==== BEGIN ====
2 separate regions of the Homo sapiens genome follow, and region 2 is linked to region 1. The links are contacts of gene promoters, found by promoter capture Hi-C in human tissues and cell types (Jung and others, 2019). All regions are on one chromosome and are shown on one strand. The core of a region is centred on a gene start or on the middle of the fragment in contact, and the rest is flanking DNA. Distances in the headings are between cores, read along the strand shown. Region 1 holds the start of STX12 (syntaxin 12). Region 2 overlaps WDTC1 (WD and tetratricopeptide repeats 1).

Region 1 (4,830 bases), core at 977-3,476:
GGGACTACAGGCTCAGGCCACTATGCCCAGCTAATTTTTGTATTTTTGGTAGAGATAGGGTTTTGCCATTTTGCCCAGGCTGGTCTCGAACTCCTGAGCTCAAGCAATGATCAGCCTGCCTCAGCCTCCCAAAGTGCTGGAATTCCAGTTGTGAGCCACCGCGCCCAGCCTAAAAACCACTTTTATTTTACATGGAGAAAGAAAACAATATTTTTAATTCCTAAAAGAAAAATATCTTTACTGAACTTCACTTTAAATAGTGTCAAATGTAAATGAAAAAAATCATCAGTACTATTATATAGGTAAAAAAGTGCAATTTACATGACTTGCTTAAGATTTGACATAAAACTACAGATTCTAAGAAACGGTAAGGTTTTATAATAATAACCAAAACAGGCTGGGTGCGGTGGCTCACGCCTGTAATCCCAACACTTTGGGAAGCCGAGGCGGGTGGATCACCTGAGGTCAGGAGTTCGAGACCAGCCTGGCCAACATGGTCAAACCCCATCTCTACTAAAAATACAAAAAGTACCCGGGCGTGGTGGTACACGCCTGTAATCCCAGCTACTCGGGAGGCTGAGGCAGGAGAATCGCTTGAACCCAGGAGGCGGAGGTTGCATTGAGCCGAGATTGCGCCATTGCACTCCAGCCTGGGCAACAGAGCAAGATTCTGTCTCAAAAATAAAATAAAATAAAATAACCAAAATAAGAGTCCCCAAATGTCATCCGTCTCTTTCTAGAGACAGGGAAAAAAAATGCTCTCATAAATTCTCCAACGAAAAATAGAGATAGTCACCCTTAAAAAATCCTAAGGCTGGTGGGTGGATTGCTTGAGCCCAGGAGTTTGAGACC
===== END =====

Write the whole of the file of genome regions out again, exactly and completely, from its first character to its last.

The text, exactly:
2 separate regions of the Homo sapiens genome follow, and region 2 is linked to region 1. The links are contacts of gene promoters, found by promoter capture Hi-C in human tissues and cell types (Jung and others, 2019). All regions are on one chromosome and are shown on one strand. The core of a region is centred on a gene start or on the middle of the fragment in contact, and the rest is flanking DNA. Distances in the headings are between cores, read along the strand shown. Region 1 holds the start of STX12 (syntaxin 12). Region 2 overlaps WDTC1 (WD and tetratricopeptide repeats 1).

Region 1 (4,830 bases), core at 977-3,476:
GGGACTACAGGCTCAGGCCACTATGCCCAGCTAATTTTTGTATTTTTGGTAGAGATAGGGTTTTGCCATTTTGCCCAGGCTGGTCTCGAACTCCTGAGCTCAAGCAATGATCAGCCTGCCTCAGCCTCCCAAAGTGCTGGAATTCCAGTTGTGAGCCACCGCGCCCAGCCTAAAAACCACTTTTATTTTACATGGAGAAAGAAAACAATATTTTTAATTCCTAAAAGAAAAATATCTTTACTGAACTTCACTTTAAATAGTGTCAAATGTAAATGAAAAAAATCATCAGTACTATTATATAGGTAAAAAAGTGCAATTTACATGACTTGCTTAAGATTTGACATAAAACTACAGATTCTAAGAAACGGTAAGGTTTTATAATAATAACCAAAACAGGCTGGGTGCGGTGGCTCACGCCTGTAATCCCAACACTTTGGGAAGCCGAGGCGGGTGGATCACCTGAGGTCAGGAGTTCGAGACCAGCCTGGCCAACATGGTCAAACCCCATCTCTACTAAAAATACAAAAAGTACCCGGGCGTGGTGGTACACGCCTGTAATCCCAGCTACTCGGGAGGCTGAGGCAGGAGAATCGCTTGAACCCAGGAGGCGGAGGTTGCATTGAGCCGAGATTGCGCCATTGCACTCCAGCCTGGGCAACAGAGCAAGATTCTGTCTCAAAAATAAAATAAAATAAAATAACCAAAATAAGAGTCCCCAAATGTCATCCGTCTCTTTCTAGAGACAGGGAAAAAAAATGCTCTCATAAATTCTCCAACGAAAAATAGAGATAGTCACCCTTAAAAAATCCTAAGGCTGGTGGGTGGATTGCTTGAGCCCAGGAGTTTGAGACC